Thermoplastics

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  1. Thermoplastics as alternatives to traditional materials?

    Maybe its the annual Dakar Rally that is less than a month behind us, maybe its knowing the Baja 500 is looming closer and closer. Maybe our brutally cold Minnesota winters are just making us all yearn for the desert's warm temps instead. Maybe its just fascinating and exciting to know there are alternatives to bronze bushings that have history...
  2. New fibre-reinforced thermoplastics are on the horizon!

    If you have an application where metal options are too heavy, but un-reinforced thermoplastics may not be strong enough, Ensinger may have a solution for you coming soon. These new materials will grant you many of the benefits of thermoplastics while improving on some of their more limited physical abilities when compared to metallic options. Specifically, Ensinger will be launching...
  3. Import vs. Domestic Plastics Materials

    When it comes to cars or perhaps beer, we generally associate imports with higher performance or quality craftsmanship (depending on your taste of course). For the most part, we can all find something good about our favorite import beer or perhaps a European sports or luxury car that sets them apart in our mind. In plastics, there are many companies...
  4. Beware… Plastics Aren’t Always What They Seem To Be

    Here's a real life experience we would like to share with everyone: Plastics International has had a long history of stocking 30% GF Ultem for one of our OEM customers. Their Machine Shop vendors were directed to order the material from Plastics International to ensure the material would be consistent for quality, responsibility and traceability for the life of the...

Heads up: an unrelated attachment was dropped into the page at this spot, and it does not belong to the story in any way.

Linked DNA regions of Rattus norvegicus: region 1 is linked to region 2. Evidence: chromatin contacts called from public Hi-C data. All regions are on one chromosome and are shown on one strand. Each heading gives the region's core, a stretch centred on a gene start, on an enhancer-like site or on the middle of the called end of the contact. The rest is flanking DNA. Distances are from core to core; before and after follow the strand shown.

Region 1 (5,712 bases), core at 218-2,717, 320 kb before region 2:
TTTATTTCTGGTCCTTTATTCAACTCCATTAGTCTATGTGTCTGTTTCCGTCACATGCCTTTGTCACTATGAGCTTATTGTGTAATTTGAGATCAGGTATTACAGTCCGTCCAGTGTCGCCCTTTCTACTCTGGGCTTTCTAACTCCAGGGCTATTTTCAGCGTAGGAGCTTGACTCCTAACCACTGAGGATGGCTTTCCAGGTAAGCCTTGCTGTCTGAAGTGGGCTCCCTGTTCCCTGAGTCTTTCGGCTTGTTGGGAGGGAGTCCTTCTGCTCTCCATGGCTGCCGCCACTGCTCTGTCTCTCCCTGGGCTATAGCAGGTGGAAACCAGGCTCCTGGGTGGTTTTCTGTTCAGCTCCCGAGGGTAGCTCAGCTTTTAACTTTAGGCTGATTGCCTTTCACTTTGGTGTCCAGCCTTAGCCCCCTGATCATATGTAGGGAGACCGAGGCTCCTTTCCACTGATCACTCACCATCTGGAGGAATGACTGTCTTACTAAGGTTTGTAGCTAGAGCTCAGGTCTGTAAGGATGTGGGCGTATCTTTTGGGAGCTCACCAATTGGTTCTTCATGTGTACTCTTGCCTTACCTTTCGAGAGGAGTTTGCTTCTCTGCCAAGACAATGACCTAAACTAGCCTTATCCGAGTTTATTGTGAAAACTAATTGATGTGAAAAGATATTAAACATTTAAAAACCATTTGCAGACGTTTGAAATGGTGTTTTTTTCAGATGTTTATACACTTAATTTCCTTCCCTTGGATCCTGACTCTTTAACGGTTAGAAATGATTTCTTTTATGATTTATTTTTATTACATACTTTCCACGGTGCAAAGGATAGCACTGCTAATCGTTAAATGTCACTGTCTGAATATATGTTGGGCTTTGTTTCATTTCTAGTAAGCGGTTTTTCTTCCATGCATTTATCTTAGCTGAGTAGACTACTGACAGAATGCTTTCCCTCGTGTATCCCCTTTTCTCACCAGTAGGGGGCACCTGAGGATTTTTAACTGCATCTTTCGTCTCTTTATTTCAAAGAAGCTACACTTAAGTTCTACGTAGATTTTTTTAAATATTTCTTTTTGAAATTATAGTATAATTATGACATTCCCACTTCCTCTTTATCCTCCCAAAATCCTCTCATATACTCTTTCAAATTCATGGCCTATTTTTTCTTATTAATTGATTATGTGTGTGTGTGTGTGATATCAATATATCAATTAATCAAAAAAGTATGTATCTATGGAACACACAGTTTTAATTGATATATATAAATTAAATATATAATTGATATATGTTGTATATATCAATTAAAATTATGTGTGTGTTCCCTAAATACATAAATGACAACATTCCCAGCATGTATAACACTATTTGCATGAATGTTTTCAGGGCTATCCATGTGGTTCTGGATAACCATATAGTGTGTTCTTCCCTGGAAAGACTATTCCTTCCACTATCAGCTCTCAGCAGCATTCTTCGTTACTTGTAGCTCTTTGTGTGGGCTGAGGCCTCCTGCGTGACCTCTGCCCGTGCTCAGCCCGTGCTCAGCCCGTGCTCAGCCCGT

5. What is laminating?

    Lamination occurs when two or more layers of material are put together by either cohesion or adhesion. Plastic laminates are usually various layers of material held together by some sort polymer or plastic material. Laminates and reinforced plastics can be difficult to distinguish from reinforced plastics because the layers often provide strength and reinforcement as well to the base plastic...
  6. What is Compression Molding?

    Compression molding is a common process used for both thermoplastic and thermoset stock shape materials. Compression molding is accomplished by placing the plastic material (can be a granular or pelletized form) in a mold cavity to be formed by heat and pressure. The process is someone similar to making waffles. The heat and pressure force the materials into all areas...